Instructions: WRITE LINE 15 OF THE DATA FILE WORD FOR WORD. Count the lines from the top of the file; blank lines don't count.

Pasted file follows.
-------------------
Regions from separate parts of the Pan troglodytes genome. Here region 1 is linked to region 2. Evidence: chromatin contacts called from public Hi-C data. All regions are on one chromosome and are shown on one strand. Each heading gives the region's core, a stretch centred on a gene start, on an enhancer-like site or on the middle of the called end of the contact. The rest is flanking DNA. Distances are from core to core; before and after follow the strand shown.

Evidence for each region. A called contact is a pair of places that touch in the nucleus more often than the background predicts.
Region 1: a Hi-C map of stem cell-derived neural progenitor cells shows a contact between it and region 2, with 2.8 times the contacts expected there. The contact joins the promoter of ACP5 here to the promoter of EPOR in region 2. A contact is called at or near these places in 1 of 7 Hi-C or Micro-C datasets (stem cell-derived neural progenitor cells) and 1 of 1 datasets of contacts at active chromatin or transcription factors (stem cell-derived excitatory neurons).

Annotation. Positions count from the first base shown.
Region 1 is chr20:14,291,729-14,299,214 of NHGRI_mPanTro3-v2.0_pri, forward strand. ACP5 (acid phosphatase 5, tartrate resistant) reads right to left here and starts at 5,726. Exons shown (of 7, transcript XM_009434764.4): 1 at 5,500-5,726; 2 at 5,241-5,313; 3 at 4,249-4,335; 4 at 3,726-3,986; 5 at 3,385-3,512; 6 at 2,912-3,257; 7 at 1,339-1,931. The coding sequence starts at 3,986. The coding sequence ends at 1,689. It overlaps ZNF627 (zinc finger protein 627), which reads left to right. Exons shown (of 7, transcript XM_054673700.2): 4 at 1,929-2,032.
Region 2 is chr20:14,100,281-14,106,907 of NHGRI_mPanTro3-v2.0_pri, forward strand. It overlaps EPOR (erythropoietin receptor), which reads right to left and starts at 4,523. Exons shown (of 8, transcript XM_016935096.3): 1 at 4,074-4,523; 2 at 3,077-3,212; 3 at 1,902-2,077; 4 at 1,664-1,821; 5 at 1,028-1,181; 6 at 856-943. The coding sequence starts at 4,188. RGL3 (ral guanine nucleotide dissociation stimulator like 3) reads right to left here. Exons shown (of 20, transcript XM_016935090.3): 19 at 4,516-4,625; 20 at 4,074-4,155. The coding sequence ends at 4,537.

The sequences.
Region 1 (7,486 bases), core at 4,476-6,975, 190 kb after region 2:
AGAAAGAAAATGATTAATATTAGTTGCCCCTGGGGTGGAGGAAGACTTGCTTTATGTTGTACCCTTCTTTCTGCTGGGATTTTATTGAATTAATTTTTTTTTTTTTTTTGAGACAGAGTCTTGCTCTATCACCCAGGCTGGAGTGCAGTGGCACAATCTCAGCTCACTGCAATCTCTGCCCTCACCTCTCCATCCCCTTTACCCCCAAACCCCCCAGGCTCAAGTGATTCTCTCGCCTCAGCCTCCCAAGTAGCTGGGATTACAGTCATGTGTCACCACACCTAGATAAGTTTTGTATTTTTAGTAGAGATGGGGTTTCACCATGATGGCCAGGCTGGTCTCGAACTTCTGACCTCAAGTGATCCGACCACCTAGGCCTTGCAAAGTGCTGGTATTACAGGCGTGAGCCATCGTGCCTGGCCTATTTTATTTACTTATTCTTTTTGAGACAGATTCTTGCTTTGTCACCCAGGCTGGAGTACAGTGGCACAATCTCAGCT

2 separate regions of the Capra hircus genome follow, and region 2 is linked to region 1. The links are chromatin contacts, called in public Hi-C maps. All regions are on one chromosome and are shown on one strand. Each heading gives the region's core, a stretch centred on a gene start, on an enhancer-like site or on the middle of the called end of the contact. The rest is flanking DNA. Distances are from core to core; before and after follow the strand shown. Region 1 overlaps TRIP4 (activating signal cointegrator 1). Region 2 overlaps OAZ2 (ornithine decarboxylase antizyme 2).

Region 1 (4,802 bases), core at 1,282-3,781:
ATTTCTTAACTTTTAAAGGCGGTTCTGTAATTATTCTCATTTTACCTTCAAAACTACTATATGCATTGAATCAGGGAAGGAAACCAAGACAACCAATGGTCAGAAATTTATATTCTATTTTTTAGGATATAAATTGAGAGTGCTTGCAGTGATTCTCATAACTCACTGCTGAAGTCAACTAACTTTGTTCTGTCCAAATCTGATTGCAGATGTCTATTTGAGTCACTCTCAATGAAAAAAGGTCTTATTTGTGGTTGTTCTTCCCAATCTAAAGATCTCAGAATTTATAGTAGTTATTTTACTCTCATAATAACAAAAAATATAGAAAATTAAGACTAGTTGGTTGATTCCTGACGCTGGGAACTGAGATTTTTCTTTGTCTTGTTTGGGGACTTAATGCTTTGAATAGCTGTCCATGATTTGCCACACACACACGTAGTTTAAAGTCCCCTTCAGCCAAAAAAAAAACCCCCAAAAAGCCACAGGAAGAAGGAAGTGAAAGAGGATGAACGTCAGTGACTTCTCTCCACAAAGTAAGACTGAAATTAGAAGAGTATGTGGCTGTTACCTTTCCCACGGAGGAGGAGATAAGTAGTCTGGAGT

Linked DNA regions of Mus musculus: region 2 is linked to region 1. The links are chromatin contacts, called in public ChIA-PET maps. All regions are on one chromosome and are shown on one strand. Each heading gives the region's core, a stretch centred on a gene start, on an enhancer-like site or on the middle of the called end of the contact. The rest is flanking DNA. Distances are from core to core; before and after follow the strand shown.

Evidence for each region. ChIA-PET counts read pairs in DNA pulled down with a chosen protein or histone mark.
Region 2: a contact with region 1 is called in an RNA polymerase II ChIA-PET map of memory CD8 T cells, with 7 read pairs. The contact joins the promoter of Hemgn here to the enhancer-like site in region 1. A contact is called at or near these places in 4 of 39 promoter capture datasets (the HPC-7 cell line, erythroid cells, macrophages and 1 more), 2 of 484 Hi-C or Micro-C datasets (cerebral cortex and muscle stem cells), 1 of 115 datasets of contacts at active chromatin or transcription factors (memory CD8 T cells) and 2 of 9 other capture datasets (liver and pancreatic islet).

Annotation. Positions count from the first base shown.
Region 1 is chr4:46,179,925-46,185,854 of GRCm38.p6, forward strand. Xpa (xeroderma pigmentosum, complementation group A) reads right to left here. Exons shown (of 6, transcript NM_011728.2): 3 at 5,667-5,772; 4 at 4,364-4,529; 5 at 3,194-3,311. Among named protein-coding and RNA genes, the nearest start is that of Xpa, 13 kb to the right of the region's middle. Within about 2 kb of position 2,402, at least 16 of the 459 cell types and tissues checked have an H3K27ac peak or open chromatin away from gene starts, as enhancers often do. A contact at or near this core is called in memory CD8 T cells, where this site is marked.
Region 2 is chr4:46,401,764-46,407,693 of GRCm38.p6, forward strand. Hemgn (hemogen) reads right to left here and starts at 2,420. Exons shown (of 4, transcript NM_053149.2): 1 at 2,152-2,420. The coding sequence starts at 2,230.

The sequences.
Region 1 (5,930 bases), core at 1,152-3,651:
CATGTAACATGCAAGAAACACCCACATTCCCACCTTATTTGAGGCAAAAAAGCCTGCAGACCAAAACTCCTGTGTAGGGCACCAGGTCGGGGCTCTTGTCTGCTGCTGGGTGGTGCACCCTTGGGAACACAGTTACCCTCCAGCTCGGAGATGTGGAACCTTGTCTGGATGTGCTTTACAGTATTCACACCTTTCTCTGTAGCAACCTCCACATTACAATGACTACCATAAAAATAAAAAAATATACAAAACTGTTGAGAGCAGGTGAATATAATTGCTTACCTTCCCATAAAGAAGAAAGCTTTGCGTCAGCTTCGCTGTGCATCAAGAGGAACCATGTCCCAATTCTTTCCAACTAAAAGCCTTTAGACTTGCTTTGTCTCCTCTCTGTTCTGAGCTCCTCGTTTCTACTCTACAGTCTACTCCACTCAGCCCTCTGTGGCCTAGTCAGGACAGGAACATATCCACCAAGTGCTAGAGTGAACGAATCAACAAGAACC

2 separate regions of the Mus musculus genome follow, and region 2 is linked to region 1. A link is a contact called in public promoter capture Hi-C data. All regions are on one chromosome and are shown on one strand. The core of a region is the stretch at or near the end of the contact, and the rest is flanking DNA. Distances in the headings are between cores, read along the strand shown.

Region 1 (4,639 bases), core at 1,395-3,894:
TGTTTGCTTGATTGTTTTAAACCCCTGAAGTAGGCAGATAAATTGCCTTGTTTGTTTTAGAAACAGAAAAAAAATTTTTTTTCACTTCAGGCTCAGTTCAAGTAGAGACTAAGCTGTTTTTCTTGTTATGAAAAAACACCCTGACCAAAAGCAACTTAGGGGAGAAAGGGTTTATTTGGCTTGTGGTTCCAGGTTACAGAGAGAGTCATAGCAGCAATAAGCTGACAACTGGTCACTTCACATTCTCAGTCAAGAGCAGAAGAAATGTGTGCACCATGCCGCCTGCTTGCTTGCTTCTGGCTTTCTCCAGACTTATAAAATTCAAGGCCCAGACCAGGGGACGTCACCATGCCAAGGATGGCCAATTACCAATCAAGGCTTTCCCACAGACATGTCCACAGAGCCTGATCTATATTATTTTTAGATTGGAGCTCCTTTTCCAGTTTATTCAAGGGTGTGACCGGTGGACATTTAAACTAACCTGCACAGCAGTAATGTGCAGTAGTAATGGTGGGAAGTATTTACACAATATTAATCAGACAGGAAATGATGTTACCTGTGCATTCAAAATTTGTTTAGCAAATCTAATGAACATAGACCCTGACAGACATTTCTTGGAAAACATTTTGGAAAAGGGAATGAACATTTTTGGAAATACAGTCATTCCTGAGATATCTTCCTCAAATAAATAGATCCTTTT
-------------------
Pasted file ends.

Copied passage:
Region 2: a contact with region 1 is called in an RNA polymerase II ChIA-PET map of memory CD8 T cells, with 7 read pairs. The contact joins the promoter of Hemgn here to the enhancer-like site in region 1. A contact is called at or near these places in 4 of 39 promoter capture datasets (the HPC-7 cell line, erythroid cells, macrophages and 1 more), 2 of 484 Hi-C or Micro-C datasets (cerebral cortex and muscle stem cells), 1 of 115 datasets of contacts at active chromatin or transcription factors (memory CD8 T cells) and 2 of 9 other capture datasets (liver and pancreatic islet).